Yesterday, it was minus 34 Celsius (minus 29 Fahrenheit) and sunny.
Winds were low and visibility was perfect. The sky was a uniform shade of blue, stretching from horizon to horizon like a taut canvas. Walking to work, I felt like a red line running down the middle of a Barnett Newman painting. I was an interloper in an otherwise still scene.
SOUTH POLE JOURNAL
Refael Klein is blogging about his experiences as he spends a year working and living at the South Pole. Read his earlier posts here.
Every movement I made felt accentuated and unnatural. Ice cracked and hissed with each step of my heavy, green, insulated rubber boots, its voice growing louder and louder until it was deafening, and there was nothing left for me to do but stand still and admire the desolation of the landscape.
It is rare to have South Pole days like these, especially in early summer. The winter is never more than a few moments away. At the flick of a wrist, the temperature can drop 30 degrees and the wind can carry away visibility with cyclones of snow.
We make the most of the conditions whenever it is stable and “warm”, and try to dedicate part of our day to working on outside tasks that would otherwise be too difficult or too dangerous to accomplish.
At the Atmospheric Research Observatory (ARO), this could mean setting up new solar radiation equipment on our rooftop, raising electrical runs on the outside of the building, or inspecting instrumentation on our meteorological tower.
Given the sheer beauty of the day, we decided to go climbing.
ARO’s meteorological tower is 30 meters (100 feet) tall. Built out of red-and-white, Erector-set-like pieces of steel, it is anchored to the ground with over a dozen woven steel guy-lines.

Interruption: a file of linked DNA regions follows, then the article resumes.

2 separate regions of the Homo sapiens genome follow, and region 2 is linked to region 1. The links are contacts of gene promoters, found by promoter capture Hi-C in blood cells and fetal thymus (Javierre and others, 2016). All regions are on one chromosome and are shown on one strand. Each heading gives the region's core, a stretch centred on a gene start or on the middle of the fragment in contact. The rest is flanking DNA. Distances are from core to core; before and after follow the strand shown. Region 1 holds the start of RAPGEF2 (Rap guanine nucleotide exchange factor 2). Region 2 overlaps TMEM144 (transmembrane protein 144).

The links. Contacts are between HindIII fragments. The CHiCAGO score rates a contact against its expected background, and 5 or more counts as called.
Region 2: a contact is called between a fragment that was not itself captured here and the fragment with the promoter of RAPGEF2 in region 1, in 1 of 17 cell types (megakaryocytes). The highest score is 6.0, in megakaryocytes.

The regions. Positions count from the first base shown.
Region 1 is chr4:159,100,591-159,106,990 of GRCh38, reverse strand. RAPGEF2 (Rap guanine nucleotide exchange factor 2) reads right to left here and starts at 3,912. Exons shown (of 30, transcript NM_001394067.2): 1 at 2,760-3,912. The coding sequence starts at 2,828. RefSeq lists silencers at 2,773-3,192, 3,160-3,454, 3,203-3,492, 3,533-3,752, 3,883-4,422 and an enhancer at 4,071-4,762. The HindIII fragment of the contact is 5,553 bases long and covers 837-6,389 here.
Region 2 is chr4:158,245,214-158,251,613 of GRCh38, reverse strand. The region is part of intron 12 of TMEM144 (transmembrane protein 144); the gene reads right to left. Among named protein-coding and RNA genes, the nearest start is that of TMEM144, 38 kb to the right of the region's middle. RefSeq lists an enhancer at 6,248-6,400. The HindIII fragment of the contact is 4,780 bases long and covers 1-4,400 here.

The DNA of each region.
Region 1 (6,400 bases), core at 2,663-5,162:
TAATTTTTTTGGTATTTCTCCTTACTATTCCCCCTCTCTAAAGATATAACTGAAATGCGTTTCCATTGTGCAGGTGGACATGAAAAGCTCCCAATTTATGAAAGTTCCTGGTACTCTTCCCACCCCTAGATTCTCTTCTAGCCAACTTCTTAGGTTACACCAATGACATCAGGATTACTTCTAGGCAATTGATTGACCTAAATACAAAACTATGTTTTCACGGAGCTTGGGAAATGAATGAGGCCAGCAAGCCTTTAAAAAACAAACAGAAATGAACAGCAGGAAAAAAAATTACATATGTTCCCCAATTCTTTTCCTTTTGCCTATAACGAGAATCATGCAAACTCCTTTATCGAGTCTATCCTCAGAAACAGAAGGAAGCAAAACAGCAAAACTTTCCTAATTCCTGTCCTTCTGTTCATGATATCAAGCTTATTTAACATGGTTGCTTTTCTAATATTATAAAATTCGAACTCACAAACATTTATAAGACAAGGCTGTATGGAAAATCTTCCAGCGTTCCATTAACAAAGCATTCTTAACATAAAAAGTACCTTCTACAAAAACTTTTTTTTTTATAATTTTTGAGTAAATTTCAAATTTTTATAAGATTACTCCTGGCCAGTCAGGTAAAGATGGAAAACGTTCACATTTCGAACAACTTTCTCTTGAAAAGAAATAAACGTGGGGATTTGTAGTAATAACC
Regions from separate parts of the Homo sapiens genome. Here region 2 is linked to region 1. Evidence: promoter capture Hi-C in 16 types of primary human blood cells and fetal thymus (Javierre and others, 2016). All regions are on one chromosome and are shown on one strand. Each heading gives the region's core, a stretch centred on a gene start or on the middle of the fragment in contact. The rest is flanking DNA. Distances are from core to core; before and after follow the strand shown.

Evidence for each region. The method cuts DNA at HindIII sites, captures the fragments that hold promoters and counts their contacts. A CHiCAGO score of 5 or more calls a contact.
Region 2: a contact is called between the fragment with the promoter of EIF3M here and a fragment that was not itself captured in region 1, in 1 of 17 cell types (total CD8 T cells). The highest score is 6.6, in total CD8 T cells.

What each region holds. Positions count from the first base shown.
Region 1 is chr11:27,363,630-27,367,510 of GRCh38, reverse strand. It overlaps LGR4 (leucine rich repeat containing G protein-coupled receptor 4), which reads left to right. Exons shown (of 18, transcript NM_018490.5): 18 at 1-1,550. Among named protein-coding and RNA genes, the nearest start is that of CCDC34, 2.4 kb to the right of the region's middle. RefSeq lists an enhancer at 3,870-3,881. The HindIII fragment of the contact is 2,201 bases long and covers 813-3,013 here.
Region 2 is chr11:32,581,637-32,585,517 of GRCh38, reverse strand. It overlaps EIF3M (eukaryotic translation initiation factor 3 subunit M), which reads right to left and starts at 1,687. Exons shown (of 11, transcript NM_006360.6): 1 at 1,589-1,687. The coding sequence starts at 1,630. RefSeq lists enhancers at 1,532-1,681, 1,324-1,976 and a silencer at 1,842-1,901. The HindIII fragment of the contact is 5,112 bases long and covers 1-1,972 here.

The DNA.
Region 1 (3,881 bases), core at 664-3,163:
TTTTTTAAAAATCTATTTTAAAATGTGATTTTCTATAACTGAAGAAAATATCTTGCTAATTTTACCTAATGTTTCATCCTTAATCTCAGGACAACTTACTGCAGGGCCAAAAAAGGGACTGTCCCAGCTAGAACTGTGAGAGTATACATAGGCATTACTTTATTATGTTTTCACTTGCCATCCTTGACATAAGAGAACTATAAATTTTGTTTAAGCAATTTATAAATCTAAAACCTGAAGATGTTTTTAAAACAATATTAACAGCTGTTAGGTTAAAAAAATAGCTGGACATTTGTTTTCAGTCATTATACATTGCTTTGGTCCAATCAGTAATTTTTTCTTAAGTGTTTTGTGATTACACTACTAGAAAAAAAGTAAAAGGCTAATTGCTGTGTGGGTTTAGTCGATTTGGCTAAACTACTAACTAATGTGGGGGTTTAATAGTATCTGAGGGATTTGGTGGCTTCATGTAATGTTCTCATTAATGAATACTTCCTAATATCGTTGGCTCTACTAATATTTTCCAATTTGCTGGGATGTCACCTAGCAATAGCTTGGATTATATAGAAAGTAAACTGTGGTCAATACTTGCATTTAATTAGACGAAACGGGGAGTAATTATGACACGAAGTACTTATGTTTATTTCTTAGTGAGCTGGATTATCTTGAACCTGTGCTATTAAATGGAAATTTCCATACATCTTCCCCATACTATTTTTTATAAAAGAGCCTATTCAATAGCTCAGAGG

A ladder well running through the middle switchbacks so tightly from bottom to top that, as you ascend, you feel like an ant walking up the threads of a screw.
Wind birds, temperature detectors, humidity probes, albedo sensors and air intakes for instruments inside the station run along the length of the tower. Even though the equipment is robust, it’s important to check on it regularly to ensure that everything’s working properly and not malfunctioning in a way that impacts data quality.
I dress warmly before leaving the station, filling my pockets with an assortment of basic tools in case I need to repair, re-level or take down a broken instrument.
As I climb upwards, the all-metal tower sucks heat away from my hands and feet and, by the time I’m half-way up, I’m uncomfortably cold.
At the top of the tower, an aspirator on one of our intake lines doesn’t sound like it’s spinning. I get down on my knees and roll the right side of my windproof hat up so I can place my ear next to the fan’s plastic protective backing for a better listen.
It is hard to tell if the fan is humming along, or if it’s just my ear ringing from the brutal cold, so I take off my mittens and wearing only thin liner gloves, begin to undo a series of thumb screws that will allow me to remove the housing and visually verify things. It takes me less than a minute to do so. Everything is working fine.
I shove my numb fingers back into my mittens and rush down the tower, hoping I can make it to the bottom before my fingers begin to burn and swell with new blood.
Look for Refael Klein’s weekly blogs from the South Pole here on Science World.